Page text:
“The Insurance Exchange of St. Paul desires to go on record that in its opinion, based on the report of experts, the St. Paul fire department is not overequipped or overmanned. Further, it deprecates any action that will in any way tend to impair the efficiency of the department.”


Boston Fire Inspection Order.

Fire Commissioner Daly, of Boston, has issued the Blowing special order, a copy of which was sent to every company in the fire department:

“The attention of all officers of this department is called to their authority in cases where conditions liable to cause fire exist. Section 2, chapter 39, consolidated statutes of the city of Boston, states:

“The fire commissioner may, and upon the complaint of a person having an interest in any building or premises or property adjacent thereto, shall, at all reasonable hours, enter into buildings and upon premises within his jurisdiction, and make an investigation as to the presence of combustible materials, or the existence of conditions liable to cause fire. He shall in writing order such materials, if found, to be removed and such conditions, if existing, to be remedied. The owner or occupant of such building or premises may, within 24 hours after notice of such order, apply to the deputy chief of the district police, by whom the matter shall be forthwith investigated. Unless he revokes the order, it shall remain in force and be at once obeyed by said owner or occupant, who, if he refuses or neglects to comply therewith, shall be punished by a fine of not less, than $10 nor more than $50 for each day during which such refusal or neglect continues.’

“The authority of the fire commissioner in this matter is exercised through the officers of the department, and it is their right and duty to carry out in a thorough manner the provisions of the above law. All officers are herewith directed that they shall make themselves conversant with the fire hazards in the vicinity of their commands. They will report any unusual conditions to their chiefs. District chiefs will arrange for periodical inspections of their districts, giving especial attention to any hazardous conditions relating to the storage of exolosives. fireworks, gasoline and paint: the use of wooden buildings as garages: the storage of lumber; the inspection of extinguishers; the accumulation of rubbish : defective chimney flues; the obstruction of stairways and exits; unsafe loads on upper floors; the use of fire escapes as receptacles for inflammables and the condition of public dumps. Officers are expected to exercise in a proper manner the full prerogatives of their office in the matter of investigating and ordering changes in conditions liable to cause fire. The responsibility for doing away with hazardous conditions rests with this department and it is the intention of this office that officers shall be thoroughly conversant with their authority as herein designated.”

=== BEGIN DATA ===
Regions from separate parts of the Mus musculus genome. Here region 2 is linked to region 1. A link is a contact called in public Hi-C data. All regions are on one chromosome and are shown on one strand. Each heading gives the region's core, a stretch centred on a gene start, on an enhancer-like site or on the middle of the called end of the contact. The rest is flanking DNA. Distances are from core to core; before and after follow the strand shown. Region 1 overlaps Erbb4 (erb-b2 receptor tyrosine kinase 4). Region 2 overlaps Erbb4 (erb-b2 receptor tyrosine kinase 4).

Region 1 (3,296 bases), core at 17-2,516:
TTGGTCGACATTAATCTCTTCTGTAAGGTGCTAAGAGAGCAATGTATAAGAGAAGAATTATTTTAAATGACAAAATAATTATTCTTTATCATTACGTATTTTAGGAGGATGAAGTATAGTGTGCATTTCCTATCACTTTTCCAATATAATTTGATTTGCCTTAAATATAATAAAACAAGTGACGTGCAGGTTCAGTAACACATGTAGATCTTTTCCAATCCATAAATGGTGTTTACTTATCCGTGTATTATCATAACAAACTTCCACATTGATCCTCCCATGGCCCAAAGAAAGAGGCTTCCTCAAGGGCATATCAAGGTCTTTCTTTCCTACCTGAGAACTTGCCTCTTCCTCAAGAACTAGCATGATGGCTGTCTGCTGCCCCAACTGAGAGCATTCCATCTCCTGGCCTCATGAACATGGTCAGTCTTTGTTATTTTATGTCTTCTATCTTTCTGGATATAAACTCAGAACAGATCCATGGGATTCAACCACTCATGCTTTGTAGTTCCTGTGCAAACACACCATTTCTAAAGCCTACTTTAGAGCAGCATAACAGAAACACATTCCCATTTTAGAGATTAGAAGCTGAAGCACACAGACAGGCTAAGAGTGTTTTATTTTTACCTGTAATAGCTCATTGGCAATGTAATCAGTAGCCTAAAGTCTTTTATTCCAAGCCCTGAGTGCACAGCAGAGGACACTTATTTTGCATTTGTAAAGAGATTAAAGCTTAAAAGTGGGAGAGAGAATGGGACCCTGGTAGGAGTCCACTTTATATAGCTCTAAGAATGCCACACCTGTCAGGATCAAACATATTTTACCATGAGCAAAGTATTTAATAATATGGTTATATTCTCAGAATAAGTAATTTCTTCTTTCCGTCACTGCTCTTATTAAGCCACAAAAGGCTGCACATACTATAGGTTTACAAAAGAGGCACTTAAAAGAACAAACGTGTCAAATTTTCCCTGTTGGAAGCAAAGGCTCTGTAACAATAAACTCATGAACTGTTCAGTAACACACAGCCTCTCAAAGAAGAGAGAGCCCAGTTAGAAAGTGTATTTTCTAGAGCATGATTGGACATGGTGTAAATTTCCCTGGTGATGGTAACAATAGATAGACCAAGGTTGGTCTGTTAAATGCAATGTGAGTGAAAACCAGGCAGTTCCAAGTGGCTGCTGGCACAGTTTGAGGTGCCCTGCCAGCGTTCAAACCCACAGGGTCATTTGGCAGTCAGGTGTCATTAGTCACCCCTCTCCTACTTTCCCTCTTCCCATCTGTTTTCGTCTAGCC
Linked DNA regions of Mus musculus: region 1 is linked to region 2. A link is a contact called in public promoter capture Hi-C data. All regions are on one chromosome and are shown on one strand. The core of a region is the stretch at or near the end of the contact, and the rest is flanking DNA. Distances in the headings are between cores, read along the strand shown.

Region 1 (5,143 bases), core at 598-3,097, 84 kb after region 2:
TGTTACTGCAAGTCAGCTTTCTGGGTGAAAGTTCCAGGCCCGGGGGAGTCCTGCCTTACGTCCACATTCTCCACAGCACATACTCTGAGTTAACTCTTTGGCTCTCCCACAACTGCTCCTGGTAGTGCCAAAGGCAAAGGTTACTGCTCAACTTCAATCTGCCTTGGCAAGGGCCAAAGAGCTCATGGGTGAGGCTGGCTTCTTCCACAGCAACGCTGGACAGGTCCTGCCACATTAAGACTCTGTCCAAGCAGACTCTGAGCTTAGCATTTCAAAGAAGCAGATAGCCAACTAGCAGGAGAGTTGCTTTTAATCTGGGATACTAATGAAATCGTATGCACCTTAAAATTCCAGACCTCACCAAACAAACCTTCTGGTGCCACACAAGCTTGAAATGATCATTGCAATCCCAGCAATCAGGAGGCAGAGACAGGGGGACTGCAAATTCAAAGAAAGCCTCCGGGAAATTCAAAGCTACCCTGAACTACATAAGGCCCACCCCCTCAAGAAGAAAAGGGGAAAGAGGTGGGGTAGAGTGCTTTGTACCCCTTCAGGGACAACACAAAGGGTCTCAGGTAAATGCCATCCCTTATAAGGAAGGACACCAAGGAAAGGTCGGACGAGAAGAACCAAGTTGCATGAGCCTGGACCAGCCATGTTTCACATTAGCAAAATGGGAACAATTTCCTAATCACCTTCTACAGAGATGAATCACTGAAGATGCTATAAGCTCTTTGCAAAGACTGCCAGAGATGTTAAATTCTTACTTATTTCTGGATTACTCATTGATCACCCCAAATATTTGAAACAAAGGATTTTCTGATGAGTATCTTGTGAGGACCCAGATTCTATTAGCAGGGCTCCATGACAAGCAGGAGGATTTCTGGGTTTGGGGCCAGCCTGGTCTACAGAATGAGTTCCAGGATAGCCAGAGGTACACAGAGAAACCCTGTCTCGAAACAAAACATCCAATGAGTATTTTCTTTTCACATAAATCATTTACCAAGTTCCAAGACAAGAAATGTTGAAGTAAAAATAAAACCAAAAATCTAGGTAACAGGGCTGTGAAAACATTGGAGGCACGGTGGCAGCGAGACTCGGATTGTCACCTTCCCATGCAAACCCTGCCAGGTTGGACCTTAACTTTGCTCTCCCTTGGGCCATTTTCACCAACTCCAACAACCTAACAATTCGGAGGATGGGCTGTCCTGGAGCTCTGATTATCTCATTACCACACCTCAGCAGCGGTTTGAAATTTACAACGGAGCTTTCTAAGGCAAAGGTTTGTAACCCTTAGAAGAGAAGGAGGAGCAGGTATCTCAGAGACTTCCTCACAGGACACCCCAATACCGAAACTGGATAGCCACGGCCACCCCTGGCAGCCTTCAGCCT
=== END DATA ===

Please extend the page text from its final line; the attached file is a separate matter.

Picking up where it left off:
Automobile Engine for New York.

A powerful automobile fire engine will be delivered to the New York fire department and used in one of the busy downtown districts late in fanuary. It will have a trial for two years, and, if it is a success, more of them wall be ordered. Two first-grade firemen. David J. Oliver and Henry P. Fisher, who will be chauffeurs henceforth, have been sent to the Minneapolis shops of the Nott Fire Engine Company to become acquainted with the new machine. The engine is a departure in firefighting contrivances. It is the only engine which is gasoline-propelled, with steam pumping. Originally built to be drawn by horses, it was made over. It is a 4-cylinder affair, capable of traveling at a speed of 30 miles per hour. The pumping capacity is son gallons per minute.